It’s interesting to see people treat successful people like high school bullies, as though the trauma brought about by intentionally picking on the weak somehow carries forward into the economy where, by definition, things that people want are rewarded. It would take an enormous amount of violence to bring true equality of outcome to a place like modern Western culture. So much violence in fact you would pretty much have to tear down the entire economy. Because the economy is a complex system which on balance benefits all participants, you are pretty much accepting an enormous amount of actual physical violence to reduce dependencies. Not only did Venezuela fail to bring about equality, they succeeded in violenting reducing the quality of life of what could have been one of the richest countries in the world. We are one or two empathetic generations of pluralism (as in, empathy for everyone but those more successful than me in the first person sense) away from completely destroying our ability to bring about inequality in the first place. The only thing worse than inequality would be the acts you would need to commit to build an equal world. That would be truly horrific, and fundamentally wrong.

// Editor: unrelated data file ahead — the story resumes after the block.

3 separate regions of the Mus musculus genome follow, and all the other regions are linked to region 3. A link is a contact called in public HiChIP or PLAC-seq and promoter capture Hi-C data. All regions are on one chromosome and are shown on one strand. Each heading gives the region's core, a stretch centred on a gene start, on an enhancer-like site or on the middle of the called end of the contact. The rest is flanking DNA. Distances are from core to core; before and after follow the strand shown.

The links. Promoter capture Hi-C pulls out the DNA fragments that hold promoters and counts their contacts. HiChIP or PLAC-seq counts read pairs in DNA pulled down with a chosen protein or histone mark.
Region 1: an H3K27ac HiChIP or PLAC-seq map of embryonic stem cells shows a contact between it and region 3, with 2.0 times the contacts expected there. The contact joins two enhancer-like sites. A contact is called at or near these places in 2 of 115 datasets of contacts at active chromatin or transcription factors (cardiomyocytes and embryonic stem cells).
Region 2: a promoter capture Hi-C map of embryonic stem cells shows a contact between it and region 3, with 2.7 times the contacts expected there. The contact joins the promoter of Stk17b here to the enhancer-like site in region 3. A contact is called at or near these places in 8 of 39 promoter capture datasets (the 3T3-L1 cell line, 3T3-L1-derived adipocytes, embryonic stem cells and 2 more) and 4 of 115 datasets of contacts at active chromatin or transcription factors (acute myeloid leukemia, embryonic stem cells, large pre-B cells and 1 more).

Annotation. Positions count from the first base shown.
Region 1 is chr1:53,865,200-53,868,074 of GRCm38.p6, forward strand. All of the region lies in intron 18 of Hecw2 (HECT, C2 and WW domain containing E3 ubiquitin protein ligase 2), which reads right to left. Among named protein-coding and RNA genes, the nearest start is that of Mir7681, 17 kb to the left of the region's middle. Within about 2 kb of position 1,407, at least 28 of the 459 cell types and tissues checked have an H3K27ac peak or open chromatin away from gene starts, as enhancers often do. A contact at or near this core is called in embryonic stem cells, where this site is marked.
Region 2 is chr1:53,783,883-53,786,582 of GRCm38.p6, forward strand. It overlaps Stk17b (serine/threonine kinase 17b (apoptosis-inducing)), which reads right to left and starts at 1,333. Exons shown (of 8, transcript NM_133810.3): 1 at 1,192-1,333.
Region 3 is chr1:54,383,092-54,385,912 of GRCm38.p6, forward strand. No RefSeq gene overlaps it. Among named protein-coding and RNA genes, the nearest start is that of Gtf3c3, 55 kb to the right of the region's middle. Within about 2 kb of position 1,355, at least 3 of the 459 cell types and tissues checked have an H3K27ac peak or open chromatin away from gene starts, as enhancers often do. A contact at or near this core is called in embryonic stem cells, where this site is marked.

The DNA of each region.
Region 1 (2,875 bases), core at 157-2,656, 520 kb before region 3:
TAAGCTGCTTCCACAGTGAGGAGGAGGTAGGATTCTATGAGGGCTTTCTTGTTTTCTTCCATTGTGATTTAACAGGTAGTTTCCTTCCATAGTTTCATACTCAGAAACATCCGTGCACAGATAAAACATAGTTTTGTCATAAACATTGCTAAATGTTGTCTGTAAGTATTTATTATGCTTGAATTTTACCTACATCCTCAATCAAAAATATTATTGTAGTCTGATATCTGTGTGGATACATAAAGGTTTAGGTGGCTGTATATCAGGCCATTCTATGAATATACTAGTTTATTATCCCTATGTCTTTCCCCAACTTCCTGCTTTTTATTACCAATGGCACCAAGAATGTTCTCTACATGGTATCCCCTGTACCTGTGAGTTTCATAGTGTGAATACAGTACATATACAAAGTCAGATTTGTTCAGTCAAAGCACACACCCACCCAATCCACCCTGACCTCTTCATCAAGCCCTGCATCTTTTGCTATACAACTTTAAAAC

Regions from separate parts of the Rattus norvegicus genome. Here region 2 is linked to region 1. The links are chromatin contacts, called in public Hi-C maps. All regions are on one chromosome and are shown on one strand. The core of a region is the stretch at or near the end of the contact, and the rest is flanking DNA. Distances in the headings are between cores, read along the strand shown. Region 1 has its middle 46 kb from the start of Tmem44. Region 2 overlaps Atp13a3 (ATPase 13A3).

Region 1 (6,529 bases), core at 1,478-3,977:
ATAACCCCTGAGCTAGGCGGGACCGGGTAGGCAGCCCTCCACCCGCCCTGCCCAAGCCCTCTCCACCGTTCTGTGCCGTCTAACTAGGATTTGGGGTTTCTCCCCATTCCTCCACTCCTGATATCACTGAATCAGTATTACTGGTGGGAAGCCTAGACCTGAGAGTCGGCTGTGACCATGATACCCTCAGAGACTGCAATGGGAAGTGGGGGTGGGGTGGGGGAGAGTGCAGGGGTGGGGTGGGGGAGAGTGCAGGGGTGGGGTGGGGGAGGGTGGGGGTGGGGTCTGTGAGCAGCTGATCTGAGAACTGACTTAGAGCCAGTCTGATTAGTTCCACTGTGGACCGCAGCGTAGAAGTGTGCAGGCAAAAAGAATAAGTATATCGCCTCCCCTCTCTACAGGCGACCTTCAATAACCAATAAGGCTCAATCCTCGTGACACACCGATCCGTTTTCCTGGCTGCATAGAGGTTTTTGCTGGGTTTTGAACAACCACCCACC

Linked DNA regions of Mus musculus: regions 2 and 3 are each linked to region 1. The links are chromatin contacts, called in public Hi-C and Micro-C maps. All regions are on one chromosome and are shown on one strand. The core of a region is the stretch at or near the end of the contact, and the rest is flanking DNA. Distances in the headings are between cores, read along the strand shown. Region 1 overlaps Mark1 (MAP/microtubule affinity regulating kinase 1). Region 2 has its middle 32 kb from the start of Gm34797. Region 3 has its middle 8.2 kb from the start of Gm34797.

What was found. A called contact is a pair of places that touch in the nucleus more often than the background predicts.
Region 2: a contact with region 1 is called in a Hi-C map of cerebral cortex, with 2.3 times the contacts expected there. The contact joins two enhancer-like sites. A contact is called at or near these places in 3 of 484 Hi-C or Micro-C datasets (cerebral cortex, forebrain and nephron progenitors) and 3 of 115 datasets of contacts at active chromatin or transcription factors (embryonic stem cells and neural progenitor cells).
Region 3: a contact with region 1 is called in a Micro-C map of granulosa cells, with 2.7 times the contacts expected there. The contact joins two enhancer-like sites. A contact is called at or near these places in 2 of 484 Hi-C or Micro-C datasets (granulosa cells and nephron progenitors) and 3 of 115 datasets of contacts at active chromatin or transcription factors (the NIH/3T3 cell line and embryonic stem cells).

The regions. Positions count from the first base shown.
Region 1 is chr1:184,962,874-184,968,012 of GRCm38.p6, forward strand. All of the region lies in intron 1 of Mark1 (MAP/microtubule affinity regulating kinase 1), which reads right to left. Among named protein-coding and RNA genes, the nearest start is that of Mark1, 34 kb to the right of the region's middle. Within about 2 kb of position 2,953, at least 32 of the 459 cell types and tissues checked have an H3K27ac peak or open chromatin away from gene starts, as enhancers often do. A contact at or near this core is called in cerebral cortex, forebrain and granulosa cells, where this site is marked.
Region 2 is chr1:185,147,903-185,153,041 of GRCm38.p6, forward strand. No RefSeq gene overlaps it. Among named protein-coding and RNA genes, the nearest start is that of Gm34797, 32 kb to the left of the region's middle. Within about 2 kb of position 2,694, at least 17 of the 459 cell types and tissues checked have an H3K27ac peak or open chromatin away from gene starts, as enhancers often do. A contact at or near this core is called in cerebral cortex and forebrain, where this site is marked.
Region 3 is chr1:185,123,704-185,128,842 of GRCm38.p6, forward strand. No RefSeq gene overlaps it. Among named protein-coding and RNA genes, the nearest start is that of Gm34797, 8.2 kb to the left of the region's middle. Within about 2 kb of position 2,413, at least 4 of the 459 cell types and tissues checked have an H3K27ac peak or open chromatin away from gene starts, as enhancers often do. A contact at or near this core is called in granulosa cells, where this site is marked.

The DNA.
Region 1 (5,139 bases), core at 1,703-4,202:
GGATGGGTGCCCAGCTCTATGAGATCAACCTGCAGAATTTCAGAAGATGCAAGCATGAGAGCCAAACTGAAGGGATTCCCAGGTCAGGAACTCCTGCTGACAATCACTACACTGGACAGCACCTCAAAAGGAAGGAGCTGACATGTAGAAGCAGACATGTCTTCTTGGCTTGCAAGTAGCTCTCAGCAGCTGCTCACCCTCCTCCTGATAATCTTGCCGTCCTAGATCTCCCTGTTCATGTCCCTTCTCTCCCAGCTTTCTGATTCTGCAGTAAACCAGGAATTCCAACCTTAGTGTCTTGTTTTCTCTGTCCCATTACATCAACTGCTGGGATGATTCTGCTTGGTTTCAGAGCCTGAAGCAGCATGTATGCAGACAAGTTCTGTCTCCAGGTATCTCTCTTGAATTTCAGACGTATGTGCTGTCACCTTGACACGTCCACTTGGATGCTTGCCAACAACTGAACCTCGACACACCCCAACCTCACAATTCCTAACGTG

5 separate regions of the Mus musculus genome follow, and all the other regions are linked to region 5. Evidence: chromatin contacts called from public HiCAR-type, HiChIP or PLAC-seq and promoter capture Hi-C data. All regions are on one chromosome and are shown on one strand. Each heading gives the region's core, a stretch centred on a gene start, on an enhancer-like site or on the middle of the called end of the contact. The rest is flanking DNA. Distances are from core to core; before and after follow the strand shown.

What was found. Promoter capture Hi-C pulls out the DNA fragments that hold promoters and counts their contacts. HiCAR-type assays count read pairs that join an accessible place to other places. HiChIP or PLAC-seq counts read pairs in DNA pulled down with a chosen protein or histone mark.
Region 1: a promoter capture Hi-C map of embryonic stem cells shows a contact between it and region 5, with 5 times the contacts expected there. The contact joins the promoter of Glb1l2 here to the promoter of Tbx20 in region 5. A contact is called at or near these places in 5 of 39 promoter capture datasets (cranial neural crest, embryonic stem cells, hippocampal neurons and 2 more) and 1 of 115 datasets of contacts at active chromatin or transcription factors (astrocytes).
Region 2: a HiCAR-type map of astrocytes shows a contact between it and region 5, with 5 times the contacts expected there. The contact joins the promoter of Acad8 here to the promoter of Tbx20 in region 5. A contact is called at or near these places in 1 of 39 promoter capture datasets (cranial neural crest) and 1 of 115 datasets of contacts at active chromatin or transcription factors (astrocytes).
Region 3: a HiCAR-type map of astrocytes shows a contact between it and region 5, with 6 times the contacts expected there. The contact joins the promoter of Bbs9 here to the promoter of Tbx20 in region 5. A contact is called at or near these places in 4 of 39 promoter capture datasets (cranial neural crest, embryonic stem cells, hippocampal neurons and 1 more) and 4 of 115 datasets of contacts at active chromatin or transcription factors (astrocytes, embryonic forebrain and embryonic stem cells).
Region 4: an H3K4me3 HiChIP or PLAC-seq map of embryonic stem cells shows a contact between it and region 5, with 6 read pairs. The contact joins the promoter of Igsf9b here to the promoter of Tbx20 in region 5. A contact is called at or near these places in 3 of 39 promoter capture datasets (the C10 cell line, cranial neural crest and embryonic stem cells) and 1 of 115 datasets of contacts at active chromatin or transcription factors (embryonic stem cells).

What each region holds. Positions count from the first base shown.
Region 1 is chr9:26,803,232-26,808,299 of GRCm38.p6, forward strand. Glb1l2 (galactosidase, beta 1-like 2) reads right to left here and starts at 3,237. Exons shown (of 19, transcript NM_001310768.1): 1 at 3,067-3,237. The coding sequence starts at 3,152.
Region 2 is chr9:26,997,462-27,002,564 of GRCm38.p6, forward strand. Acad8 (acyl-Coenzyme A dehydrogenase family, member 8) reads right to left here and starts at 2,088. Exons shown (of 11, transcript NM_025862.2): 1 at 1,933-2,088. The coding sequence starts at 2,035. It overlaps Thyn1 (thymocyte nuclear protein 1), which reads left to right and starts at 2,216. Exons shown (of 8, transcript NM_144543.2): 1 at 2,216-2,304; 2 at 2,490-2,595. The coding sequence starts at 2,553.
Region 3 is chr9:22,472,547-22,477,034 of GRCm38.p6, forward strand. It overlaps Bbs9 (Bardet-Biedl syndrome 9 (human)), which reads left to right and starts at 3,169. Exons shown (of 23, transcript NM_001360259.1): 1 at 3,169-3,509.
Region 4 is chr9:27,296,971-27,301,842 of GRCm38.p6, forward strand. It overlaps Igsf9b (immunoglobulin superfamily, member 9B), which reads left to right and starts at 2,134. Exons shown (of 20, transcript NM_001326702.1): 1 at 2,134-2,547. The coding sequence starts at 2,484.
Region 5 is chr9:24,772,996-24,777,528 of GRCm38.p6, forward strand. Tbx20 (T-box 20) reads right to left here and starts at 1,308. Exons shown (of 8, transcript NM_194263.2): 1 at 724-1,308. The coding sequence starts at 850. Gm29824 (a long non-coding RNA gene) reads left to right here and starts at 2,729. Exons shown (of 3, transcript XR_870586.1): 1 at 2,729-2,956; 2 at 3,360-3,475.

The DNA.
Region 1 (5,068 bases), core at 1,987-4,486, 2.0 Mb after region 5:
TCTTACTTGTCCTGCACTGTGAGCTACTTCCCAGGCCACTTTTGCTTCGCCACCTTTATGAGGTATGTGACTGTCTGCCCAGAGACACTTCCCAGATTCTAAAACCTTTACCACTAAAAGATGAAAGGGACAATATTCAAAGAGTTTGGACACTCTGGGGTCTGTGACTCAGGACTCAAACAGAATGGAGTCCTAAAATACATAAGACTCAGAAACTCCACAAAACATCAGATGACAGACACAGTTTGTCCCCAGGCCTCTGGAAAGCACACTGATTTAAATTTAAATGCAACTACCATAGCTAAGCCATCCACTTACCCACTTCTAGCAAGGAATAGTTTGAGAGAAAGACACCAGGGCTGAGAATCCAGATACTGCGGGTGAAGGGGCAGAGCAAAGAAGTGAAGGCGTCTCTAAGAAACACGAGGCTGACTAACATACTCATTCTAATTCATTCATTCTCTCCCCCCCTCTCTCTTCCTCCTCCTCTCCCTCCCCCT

Empathy can be a force of good. Empathizing with our future children so that we can fix the problems we’ve created in natural systems seems like an enormously positive force of good. Empathizing with the incompetent so that we can systematically tear down the competent and replace them with people who like to be seen as good (as opposed to doing it) is an enormously negative source of harm. If you imagined a world in which there was almost no empathy, you would end up with an enormously efficient trade based system. People would empathize with those they require in their immediate proximity for survival. Everyone else would be seen as a potential enemy and trading partner. It sounds worse in practice, but we already do this with boogeyman countries like China and Russia, it’s not a stretch to imagine it for other out-groups.